If you grew up playing in the States in the 90s and 00s, you’re probably familiar with this model. Programs like this are no stranger to the United States, which has hosted the likes of Chelsea, Inter Milan, Benfica, Parma, and Celtic to name just a few. These camps are an opportunity for players to get exposed to a different school of thought. This opens up a young player’s perspective on soccer, while introducing new ideas and approaches to the game. It’s a situation in which, with the appropriate attitude, a young player stands to grow and improve. Albeit relatively brief in the scope of a player’s career, a camp with the right experiences can be an influential moment or turning point where he or she can see things differently, and apply a mindset to their entire approach to their game and skillset. While player development and improvement is a foundation for the camps, it’s important to note that feeding the first team or Academy is not the purpose. More realistically, the focus is to improve a player while further developing campers’ character as a complete and well-balanced person.
Consistent with the aforementioned teams, hosting a camp builds a foundation for your club in the United States. If when you are ten years old, you attend a Chelsea camp, you’ll probably receive a jersey and a bunch of gear – barring a previous bias, you’re a fan for life. It might sound childish, but there’s something very real with having a connection to a club. Americans of all backgrounds are looking for a team to support in England – long gone are the times of ESPN without Champions League highlights and Premier League results on the Bottom Line. If a competitive club can give fans a reason to connect, they stand to gain revenue in apparel, ticket sales, and general support throughout the course of a fan’s lifetime – a sustainable, and real diversification of their fan base. This is true for any club – what’s unique to Arsenal is this: they are known for their focus on playing attractively and methods of developing players. And unlike a team such as Chelsea or Paris Saint Germain, Arsenal already have a solid foundation in the States; the aforementioned teams had to start more from scratch. By attracting a general youth soccer crowd, supplemented by serious soccer players who know what a club like Arsenal has to offer, Arsenal stands in a prime position to boost their already strong presence in the States. Meanwhile, if Arsenal continues to tour in the States, they can supplement the grassroots youth project, while reaching out to the adult crowd. Kids want to go see their team, parents enjoy world class soccer; it’s both a learning experience and entertainment. For the fans and the Club, it’s a win-win.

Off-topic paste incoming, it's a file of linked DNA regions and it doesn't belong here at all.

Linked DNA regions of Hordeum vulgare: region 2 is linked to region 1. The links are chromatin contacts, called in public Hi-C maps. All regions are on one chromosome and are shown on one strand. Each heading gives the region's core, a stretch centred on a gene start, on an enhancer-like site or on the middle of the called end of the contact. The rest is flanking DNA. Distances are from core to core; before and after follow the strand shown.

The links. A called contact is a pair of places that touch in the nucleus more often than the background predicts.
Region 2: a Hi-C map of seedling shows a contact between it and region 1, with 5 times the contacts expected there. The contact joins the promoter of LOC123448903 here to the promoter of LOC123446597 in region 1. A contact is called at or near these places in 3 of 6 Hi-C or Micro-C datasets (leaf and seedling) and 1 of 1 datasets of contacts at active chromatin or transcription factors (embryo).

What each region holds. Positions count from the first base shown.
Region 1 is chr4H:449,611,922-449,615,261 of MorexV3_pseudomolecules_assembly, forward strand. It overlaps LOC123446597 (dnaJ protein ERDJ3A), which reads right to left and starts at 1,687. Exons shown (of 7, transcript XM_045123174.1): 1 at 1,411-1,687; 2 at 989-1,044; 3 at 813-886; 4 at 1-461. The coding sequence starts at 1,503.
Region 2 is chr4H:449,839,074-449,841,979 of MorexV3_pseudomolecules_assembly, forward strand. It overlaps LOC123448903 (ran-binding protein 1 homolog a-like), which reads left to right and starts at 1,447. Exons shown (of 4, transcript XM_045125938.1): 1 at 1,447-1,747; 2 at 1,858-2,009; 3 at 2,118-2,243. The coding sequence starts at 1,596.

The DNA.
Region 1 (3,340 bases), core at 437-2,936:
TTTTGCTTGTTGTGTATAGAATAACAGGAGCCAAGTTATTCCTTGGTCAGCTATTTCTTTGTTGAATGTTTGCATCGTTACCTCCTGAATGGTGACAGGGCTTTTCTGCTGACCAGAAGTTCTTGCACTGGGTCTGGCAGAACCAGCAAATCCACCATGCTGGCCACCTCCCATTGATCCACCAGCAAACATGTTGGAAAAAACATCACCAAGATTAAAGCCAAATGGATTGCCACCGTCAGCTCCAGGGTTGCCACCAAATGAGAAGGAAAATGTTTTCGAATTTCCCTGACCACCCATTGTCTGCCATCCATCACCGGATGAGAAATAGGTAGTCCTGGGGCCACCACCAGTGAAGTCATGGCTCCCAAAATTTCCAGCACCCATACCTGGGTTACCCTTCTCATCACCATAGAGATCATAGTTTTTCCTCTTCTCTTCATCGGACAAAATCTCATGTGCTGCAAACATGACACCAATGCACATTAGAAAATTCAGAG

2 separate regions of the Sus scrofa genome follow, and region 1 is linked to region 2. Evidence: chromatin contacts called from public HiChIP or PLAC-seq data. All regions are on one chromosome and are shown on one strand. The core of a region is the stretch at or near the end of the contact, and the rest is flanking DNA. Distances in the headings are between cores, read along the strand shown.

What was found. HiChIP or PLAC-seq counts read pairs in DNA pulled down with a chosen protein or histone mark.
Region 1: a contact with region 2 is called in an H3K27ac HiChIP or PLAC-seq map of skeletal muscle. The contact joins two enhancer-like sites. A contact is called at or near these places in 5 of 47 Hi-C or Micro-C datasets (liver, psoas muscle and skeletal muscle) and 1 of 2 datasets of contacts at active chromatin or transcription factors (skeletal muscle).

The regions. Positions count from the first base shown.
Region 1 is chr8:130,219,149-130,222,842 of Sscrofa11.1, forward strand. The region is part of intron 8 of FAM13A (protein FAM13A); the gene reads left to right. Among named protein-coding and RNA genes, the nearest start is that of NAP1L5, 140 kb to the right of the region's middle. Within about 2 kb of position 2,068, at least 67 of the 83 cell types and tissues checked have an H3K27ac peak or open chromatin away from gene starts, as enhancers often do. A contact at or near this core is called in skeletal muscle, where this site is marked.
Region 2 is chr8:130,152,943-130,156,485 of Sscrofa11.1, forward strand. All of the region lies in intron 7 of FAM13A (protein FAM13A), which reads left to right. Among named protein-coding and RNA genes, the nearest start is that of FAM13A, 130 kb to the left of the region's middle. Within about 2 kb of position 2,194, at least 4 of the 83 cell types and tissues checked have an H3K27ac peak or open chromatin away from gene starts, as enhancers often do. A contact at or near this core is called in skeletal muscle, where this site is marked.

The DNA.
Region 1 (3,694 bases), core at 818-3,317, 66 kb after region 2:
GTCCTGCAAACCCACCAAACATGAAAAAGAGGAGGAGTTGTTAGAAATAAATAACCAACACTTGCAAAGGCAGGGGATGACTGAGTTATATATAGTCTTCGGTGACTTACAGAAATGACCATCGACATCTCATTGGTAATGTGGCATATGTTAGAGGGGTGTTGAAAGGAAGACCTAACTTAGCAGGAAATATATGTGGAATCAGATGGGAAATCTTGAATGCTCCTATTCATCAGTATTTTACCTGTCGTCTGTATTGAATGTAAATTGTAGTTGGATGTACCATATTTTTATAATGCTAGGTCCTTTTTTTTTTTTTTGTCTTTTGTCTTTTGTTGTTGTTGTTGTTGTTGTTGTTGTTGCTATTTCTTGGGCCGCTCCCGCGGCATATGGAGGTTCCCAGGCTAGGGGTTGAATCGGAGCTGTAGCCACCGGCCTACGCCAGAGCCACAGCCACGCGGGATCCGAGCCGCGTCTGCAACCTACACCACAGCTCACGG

Arsenal has kept away from the States for far too long. However, what they appear to have in place here is a long-term project that will be interesting to see unfold. It’s the Arsenal way.